19 September, 2017 - 22 September, 2017
19 September, 2017 - 21 September, 2017
22 September, 2017 - 24 September, 2017
27 September, 2017 - 29 September, 2017
27 September, 2017 - 28 September, 2017
I wrote in my most recent ILM column about value for money in RSL testing (RSL's - Are we getting what we paid for?), which was published in the December/January edition. Following on from that article here is another issue relating to RSL’s for you to consider.
One of the most frustrating things about RSL (Restricted Substance Lists) testing is when the laboratory gets it wrong. How can this happen? Easy – the same sample goes to two laboratories and different results come back to the tannery, or even worse the same sample is sent to the same laboratory and results come back differently.
Probably the most common issue relates to chromium VI. The leather passes one test and fails another. This is understandable for results around 3-5ppm Chromium VI, especially if one understands that the test method is working at the limit of detection ie 3ppm. 3ppm is as accurate as the test can be, sometimes for values in this area, the test will measure a bit above 3 (fail) and sometimes a bit below 3 (pass). This is due to variance; variance is a scientific thing. Variance in results means that every time you measure something it will not always give exactly the same answer, there will be some variation. Try this yourself, ask 10 people in a room the exact time and you will not get one answer! There is only one correct time but each watch may indicate a slightly different time, this is variance at its simplest. So chromium VI failures around the 3ppm level that pass one time and fail the next are just a fact of life that we have to live with. Some Brands build this into their systems.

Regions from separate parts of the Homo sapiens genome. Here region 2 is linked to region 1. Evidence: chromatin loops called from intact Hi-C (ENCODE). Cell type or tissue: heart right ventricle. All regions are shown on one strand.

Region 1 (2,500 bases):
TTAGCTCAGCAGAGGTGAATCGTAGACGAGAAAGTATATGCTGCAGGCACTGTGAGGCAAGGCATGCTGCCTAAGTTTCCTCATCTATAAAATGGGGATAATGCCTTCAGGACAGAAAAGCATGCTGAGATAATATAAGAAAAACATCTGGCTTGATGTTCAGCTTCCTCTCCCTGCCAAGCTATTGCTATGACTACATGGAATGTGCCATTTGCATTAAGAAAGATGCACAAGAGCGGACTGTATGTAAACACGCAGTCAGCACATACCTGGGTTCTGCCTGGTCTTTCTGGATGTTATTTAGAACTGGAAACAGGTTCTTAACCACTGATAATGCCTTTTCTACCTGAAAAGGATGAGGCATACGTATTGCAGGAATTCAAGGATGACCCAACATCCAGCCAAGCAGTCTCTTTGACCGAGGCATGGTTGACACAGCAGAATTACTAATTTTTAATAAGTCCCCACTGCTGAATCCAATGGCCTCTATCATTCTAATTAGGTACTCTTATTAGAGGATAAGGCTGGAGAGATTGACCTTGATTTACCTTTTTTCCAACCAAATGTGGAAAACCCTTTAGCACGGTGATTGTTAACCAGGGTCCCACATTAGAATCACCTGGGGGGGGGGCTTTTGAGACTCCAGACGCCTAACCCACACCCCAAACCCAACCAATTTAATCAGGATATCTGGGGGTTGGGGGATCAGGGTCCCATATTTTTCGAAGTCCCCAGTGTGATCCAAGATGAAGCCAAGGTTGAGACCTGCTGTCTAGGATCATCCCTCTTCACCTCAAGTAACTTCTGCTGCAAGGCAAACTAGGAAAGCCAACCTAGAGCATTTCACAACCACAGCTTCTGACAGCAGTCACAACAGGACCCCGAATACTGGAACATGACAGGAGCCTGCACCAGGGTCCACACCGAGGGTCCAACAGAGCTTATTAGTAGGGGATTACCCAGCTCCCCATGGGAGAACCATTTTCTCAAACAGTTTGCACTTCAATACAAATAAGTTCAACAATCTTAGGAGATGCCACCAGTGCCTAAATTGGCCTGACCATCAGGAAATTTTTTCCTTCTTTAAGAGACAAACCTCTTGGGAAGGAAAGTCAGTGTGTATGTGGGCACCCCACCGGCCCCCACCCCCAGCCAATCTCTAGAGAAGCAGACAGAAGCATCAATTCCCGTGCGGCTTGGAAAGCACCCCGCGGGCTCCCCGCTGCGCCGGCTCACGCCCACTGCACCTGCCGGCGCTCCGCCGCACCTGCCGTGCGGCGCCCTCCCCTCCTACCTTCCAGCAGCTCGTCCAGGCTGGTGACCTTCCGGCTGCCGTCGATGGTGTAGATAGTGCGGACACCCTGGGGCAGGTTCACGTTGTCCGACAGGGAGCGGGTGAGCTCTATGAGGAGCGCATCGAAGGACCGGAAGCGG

Two different results
A much worse situation is when two results are significantly different and relate to one of the newer requirements for RSL testing. Many of these new “requirements” do not have recognised test methods and examples of widely different results (that cannot be correct) exist. The example above for chromium VI – everyone uses the same method: EN ISO 17075 (2007). But when (for example) APEO’s or short chain chlorinated hydrocarbons are tested – the methods used by different laboratories may be different. The method of extraction or detection may be different so it is no surprise that sometimes the results are different. The order of magnitude of some of these results would make one consider how reliable some methods are and begs the question, has any validation of test methods been carried out? Validation means have several laboratories used the same method to see if they get the same result. It is highly unlikely that this will have happened in the rush to get the business and with each laboratory claiming security of information/knowledge. The result is that the paying customer has to deal with the results some of which are incorrect.
In the event that you obtain an anomalous result, it should be taken up with the laboratory. All ISO17025 accredited laboratories (and most laboratories used by the global supply chain today are accredited to this standard) must have a non-compliance policy as part of their ISO17025 system. This means that if the customer’s requirements are not met (and two results for the same leather giving significantly different results are a matter of non-compliance) this should be taken seriously by the laboratory and they should offer both an explanation and detail how they intend to put it right.
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